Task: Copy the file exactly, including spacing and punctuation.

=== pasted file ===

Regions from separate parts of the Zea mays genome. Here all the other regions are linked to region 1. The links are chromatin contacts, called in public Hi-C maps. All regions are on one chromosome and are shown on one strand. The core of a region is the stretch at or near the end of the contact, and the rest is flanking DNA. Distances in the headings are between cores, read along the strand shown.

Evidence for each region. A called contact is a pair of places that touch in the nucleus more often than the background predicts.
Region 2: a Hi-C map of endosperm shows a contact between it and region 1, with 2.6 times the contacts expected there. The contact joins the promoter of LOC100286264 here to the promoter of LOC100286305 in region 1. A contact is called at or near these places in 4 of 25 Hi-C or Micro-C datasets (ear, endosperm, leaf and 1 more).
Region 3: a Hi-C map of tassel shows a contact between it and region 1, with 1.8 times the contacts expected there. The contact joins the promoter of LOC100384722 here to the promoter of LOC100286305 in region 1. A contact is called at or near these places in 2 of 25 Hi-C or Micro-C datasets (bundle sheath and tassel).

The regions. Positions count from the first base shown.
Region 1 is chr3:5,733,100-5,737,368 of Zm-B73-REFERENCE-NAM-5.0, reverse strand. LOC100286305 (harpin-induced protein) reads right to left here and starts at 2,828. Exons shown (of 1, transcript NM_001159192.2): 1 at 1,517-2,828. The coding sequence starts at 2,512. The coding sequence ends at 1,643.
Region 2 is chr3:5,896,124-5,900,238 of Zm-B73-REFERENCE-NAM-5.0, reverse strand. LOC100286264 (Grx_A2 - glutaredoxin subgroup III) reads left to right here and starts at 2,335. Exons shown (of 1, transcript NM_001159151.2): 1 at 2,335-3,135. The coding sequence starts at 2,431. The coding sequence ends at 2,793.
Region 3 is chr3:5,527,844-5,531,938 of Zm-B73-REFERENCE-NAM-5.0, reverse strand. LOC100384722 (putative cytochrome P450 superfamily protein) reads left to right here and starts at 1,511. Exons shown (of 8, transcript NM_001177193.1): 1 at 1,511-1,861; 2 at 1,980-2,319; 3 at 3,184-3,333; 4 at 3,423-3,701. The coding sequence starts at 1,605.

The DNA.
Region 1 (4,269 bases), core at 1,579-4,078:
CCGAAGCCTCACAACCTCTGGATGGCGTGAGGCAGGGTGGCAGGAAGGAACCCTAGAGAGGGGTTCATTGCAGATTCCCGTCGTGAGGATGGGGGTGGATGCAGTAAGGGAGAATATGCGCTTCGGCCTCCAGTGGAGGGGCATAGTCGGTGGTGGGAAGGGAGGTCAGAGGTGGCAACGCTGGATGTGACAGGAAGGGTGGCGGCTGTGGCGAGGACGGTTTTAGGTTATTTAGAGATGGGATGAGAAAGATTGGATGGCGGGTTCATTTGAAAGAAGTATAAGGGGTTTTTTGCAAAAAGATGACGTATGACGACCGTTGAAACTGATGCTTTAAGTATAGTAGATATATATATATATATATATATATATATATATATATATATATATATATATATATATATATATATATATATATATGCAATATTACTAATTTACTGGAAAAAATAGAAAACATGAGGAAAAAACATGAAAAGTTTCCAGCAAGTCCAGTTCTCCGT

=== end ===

Regions from separate parts of the Zea mays genome. Here all the other regions are linked to region 1. The links are chromatin contacts, called in public Hi-C maps. All regions are on one chromosome and are shown on one strand. The core of a region is the stretch at or near the end of the contact, and the rest is flanking DNA. Distances in the headings are between cores, read along the strand shown.

Evidence for each region. A called contact is a pair of places that touch in the nucleus more often than the background predicts.
Region 2: a Hi-C map of endosperm shows a contact between it and region 1, with 2.6 times the contacts expected there. The contact joins the promoter of LOC100286264 here to the promoter of LOC100286305 in region 1. A contact is called at or near these places in 4 of 25 Hi-C or Micro-C datasets (ear, endosperm, leaf and 1 more).
Region 3: a Hi-C map of tassel shows a contact between it and region 1, with 1.8 times the contacts expected there. The contact joins the promoter of LOC100384722 here to the promoter of LOC100286305 in region 1. A contact is called at or near these places in 2 of 25 Hi-C or Micro-C datasets (bundle sheath and tassel).

The regions. Positions count from the first base shown.
Region 1 is chr3:5,733,100-5,737,368 of Zm-B73-REFERENCE-NAM-5.0, reverse strand. LOC100286305 (harpin-induced protein) reads right to left here and starts at 2,828. Exons shown (of 1, transcript NM_001159192.2): 1 at 1,517-2,828. The coding sequence starts at 2,512. The coding sequence ends at 1,643.
Region 2 is chr3:5,896,124-5,900,238 of Zm-B73-REFERENCE-NAM-5.0, reverse strand. LOC100286264 (Grx_A2 - glutaredoxin subgroup III) reads left to right here and starts at 2,335. Exons shown (of 1, transcript NM_001159151.2): 1 at 2,335-3,135. The coding sequence starts at 2,431. The coding sequence ends at 2,793.
Region 3 is chr3:5,527,844-5,531,938 of Zm-B73-REFERENCE-NAM-5.0, reverse strand. LOC100384722 (putative cytochrome P450 superfamily protein) reads left to right here and starts at 1,511. Exons shown (of 8, transcript NM_001177193.1): 1 at 1,511-1,861; 2 at 1,980-2,319; 3 at 3,184-3,333; 4 at 3,423-3,701. The coding sequence starts at 1,605.

The DNA.
Region 1 (4,269 bases), core at 1,579-4,078:
CCGAAGCCTCACAACCTCTGGATGGCGTGAGGCAGGGTGGCAGGAAGGAACCCTAGAGAGGGGTTCATTGCAGATTCCCGTCGTGAGGATGGGGGTGGATGCAGTAAGGGAGAATATGCGCTTCGGCCTCCAGTGGAGGGGCATAGTCGGTGGTGGGAAGGGAGGTCAGAGGTGGCAACGCTGGATGTGACAGGAAGGGTGGCGGCTGTGGCGAGGACGGTTTTAGGTTATTTAGAGATGGGATGAGAAAGATTGGATGGCGGGTTCATTTGAAAGAAGTATAAGGGGTTTTTTGCAAAAAGATGACGTATGACGACCGTTGAAACTGATGCTTTAAGTATAGTAGATATATATATATATATATATATATATATATATATATATATATATATATATATATATATATATATATATATATATGCAATATTACTAATTTACTGGAAAAAATAGAAAACATGAGGAAAAAACATGAAAAGTTTCCAGCAAGTCCAGTTCTCCGT